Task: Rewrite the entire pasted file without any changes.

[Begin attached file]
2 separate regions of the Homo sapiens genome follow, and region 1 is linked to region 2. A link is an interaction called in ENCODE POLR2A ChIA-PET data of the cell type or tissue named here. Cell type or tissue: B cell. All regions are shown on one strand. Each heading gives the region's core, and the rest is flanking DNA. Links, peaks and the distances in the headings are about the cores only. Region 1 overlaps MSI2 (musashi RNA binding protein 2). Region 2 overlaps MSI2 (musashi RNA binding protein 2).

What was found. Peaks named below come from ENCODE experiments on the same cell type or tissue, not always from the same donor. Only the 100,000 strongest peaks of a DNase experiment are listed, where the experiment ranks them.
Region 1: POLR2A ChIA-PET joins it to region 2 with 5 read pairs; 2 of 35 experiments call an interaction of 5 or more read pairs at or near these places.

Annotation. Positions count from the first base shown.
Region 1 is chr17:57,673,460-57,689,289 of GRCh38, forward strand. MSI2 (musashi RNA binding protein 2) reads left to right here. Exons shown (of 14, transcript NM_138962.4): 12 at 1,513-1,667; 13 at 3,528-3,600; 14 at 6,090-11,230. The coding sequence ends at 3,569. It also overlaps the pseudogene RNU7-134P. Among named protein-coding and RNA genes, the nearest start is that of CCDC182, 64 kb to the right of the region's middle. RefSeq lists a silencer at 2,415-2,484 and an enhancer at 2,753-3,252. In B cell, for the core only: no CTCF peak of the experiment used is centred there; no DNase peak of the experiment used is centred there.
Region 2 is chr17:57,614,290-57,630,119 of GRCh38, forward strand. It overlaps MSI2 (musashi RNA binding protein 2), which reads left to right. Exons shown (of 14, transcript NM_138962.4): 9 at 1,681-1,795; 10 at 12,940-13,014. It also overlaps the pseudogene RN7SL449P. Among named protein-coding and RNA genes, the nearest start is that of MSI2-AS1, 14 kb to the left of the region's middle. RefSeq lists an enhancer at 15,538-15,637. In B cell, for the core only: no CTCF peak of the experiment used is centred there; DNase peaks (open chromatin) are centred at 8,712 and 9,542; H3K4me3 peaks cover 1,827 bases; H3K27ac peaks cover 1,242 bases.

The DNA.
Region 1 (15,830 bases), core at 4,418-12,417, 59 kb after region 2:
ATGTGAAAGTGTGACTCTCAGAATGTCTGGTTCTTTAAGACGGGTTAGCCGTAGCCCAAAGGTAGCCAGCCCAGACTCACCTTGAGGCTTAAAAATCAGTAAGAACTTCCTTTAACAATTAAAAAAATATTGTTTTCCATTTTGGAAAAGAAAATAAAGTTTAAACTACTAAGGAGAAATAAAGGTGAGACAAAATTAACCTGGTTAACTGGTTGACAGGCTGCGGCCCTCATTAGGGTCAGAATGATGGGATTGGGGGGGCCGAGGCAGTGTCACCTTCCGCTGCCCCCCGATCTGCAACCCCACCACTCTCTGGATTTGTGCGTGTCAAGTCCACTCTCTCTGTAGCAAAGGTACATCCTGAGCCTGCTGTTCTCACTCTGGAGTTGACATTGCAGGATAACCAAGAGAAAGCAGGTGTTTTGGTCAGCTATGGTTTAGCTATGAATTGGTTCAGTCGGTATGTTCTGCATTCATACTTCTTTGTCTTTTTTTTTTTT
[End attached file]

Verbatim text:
2 separate regions of the Homo sapiens genome follow, and region 1 is linked to region 2. A link is an interaction called in ENCODE POLR2A ChIA-PET data of the cell type or tissue named here. Cell type or tissue: B cell. All regions are shown on one strand. Each heading gives the region's core, and the rest is flanking DNA. Links, peaks and the distances in the headings are about the cores only. Region 1 overlaps MSI2 (musashi RNA binding protein 2). Region 2 overlaps MSI2 (musashi RNA binding protein 2).

What was found. Peaks named below come from ENCODE experiments on the same cell type or tissue, not always from the same donor. Only the 100,000 strongest peaks of a DNase experiment are listed, where the experiment ranks them.
Region 1: POLR2A ChIA-PET joins it to region 2 with 5 read pairs; 2 of 35 experiments call an interaction of 5 or more read pairs at or near these places.

Annotation. Positions count from the first base shown.
Region 1 is chr17:57,673,460-57,689,289 of GRCh38, forward strand. MSI2 (musashi RNA binding protein 2) reads left to right here. Exons shown (of 14, transcript NM_138962.4): 12 at 1,513-1,667; 13 at 3,528-3,600; 14 at 6,090-11,230. The coding sequence ends at 3,569. It also overlaps the pseudogene RNU7-134P. Among named protein-coding and RNA genes, the nearest start is that of CCDC182, 64 kb to the right of the region's middle. RefSeq lists a silencer at 2,415-2,484 and an enhancer at 2,753-3,252. In B cell, for the core only: no CTCF peak of the experiment used is centred there; no DNase peak of the experiment used is centred there.
Region 2 is chr17:57,614,290-57,630,119 of GRCh38, forward strand. It overlaps MSI2 (musashi RNA binding protein 2), which reads left to right. Exons shown (of 14, transcript NM_138962.4): 9 at 1,681-1,795; 10 at 12,940-13,014. It also overlaps the pseudogene RN7SL449P. Among named protein-coding and RNA genes, the nearest start is that of MSI2-AS1, 14 kb to the left of the region's middle. RefSeq lists an enhancer at 15,538-15,637. In B cell, for the core only: no CTCF peak of the experiment used is centred there; DNase peaks (open chromatin) are centred at 8,712 and 9,542; H3K4me3 peaks cover 1,827 bases; H3K27ac peaks cover 1,242 bases.

The DNA.
Region 1 (15,830 bases), core at 4,418-12,417, 59 kb after region 2:
ATGTGAAAGTGTGACTCTCAGAATGTCTGGTTCTTTAAGACGGGTTAGCCGTAGCCCAAAGGTAGCCAGCCCAGACTCACCTTGAGGCTTAAAAATCAGTAAGAACTTCCTTTAACAATTAAAAAAATATTGTTTTCCATTTTGGAAAAGAAAATAAAGTTTAAACTACTAAGGAGAAATAAAGGTGAGACAAAATTAACCTGGTTAACTGGTTGACAGGCTGCGGCCCTCATTAGGGTCAGAATGATGGGATTGGGGGGGCCGAGGCAGTGTCACCTTCCGCTGCCCCCCGATCTGCAACCCCACCACTCTCTGGATTTGTGCGTGTCAAGTCCACTCTCTCTGTAGCAAAGGTACATCCTGAGCCTGCTGTTCTCACTCTGGAGTTGACATTGCAGGATAACCAAGAGAAAGCAGGTGTTTTGGTCAGCTATGGTTTAGCTATGAATTGGTTCAGTCGGTATGTTCTGCATTCATACTTCTTTGTCTTTTTTTTTTTT